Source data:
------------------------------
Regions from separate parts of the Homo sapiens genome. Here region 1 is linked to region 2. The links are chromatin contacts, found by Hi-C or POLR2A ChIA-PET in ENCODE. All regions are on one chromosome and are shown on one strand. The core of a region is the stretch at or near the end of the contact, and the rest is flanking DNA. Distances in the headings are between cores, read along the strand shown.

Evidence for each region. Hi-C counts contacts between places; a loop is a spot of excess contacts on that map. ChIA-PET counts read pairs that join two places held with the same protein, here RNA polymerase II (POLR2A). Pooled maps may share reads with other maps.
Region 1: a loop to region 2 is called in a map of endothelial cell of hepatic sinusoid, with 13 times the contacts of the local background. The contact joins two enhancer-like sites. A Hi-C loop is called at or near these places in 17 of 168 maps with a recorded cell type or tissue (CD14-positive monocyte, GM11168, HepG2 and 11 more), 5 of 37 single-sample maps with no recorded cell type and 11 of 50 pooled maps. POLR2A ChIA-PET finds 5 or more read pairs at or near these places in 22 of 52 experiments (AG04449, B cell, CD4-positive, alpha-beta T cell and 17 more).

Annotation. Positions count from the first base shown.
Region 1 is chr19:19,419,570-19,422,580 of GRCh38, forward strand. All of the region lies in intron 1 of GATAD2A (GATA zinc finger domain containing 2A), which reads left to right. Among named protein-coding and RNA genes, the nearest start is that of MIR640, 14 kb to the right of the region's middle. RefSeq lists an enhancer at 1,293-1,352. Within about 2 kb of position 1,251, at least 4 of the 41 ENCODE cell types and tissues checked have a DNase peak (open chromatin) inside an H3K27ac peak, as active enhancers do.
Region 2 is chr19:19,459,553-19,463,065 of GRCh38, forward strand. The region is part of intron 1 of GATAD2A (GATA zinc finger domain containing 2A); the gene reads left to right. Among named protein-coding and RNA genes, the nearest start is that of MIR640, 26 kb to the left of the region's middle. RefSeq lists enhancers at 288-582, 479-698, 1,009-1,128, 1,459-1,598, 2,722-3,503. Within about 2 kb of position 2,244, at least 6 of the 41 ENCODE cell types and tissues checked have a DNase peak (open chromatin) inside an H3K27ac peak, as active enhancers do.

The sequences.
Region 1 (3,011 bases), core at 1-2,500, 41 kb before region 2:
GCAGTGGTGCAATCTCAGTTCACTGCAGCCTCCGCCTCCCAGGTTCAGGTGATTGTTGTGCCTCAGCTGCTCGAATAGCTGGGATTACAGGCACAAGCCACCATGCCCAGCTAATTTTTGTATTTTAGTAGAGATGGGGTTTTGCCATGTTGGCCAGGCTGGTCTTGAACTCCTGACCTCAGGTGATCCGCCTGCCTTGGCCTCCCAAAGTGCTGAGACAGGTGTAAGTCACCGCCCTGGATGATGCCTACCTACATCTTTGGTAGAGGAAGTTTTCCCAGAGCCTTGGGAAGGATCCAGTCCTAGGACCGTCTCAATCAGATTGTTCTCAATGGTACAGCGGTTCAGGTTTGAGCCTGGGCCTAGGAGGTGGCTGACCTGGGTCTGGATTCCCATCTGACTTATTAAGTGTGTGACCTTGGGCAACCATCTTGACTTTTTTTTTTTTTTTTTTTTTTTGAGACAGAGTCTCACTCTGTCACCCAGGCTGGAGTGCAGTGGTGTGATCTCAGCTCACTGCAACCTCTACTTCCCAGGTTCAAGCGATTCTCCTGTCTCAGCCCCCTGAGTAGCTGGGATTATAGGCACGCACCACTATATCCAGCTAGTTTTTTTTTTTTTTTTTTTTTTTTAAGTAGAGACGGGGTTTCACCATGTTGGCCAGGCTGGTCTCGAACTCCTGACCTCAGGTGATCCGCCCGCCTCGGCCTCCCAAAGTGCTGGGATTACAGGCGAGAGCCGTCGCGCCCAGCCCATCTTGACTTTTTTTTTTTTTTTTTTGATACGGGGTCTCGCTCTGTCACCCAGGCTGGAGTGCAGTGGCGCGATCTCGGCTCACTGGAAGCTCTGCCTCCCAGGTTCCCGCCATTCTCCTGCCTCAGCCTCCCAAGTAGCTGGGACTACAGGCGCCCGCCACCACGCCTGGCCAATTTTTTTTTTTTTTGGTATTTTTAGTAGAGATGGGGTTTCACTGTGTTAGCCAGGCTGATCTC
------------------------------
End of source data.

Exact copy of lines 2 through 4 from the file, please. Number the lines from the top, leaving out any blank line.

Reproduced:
Evidence for each region. Hi-C counts contacts between places; a loop is a spot of excess contacts on that map. ChIA-PET counts read pairs that join two places held with the same protein, here RNA polymerase II (POLR2A). Pooled maps may share reads with other maps.
Region 1: a loop to region 2 is called in a map of endothelial cell of hepatic sinusoid, with 13 times the contacts of the local background. The contact joins two enhancer-like sites. A Hi-C loop is called at or near these places in 17 of 168 maps with a recorded cell type or tissue (CD14-positive monocyte, GM11168, HepG2 and 11 more), 5 of 37 single-sample maps with no recorded cell type and 11 of 50 pooled maps. POLR2A ChIA-PET finds 5 or more read pairs at or near these places in 22 of 52 experiments (AG04449, B cell, CD4-positive, alpha-beta T cell and 17 more).

Annotation. Positions count from the first base shown.